14. The system of claim 10, wherein the computer readable medium is further encoded with instructions for directing the central controller to analyze the harmonic distortion characteristics to determine a location of a harmonic distortion source or a harmonic distortion sink.
15. The system of claim 10, further comprising a mitigation evaluation module analyzing the electrical characteristic of the harmonic distortion to determine an optimal location for a harmonic distortion mitigation device in the electrical power system.
16. The system of claim 10, wherein the monitoring devices include a top level monitoring device on a circuit of the electrical power system and at least one lower level monitoring device on a subcircuit directly linked to the circuit, wherein the central controller determines the data via at least one virtual monitoring point derived from the data received from the top level monitoring device and the at least one lower level monitoring device.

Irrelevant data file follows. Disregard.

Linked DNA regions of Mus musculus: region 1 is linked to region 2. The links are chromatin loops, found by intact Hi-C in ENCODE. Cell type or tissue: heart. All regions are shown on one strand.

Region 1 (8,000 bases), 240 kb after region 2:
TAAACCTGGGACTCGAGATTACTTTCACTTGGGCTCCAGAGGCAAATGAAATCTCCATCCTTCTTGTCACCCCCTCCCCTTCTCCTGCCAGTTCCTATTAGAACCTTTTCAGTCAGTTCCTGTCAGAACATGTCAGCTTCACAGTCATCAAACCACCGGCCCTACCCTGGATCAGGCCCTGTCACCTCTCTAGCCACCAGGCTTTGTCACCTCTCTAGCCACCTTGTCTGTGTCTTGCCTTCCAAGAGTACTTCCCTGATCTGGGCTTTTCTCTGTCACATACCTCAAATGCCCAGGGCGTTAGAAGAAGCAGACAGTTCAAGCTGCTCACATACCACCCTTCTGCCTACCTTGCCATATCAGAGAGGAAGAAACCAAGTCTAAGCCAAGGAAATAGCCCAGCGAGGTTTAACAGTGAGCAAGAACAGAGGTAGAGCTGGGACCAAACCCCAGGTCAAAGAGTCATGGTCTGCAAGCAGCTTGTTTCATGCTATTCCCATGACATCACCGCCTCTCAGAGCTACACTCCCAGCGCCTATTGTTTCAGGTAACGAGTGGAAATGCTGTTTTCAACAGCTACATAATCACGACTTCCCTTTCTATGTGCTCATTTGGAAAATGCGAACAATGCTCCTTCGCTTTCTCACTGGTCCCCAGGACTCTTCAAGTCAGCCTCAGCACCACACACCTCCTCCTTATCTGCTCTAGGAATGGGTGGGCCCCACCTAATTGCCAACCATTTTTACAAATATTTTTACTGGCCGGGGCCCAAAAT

17. A method of determining harmonic distortion on an electrical power system including a plurality of monitoring devices, the method comprising:
receiving a representation of a hierarchy of the electrical power system, the hierarchy indicating how the plurality of monitoring devices are linked together in the electrical power system;
receiving data, which is indicative of respective current or voltage signals measured by at least two of the plurality of monitoring devices, from the at least two monitoring devices;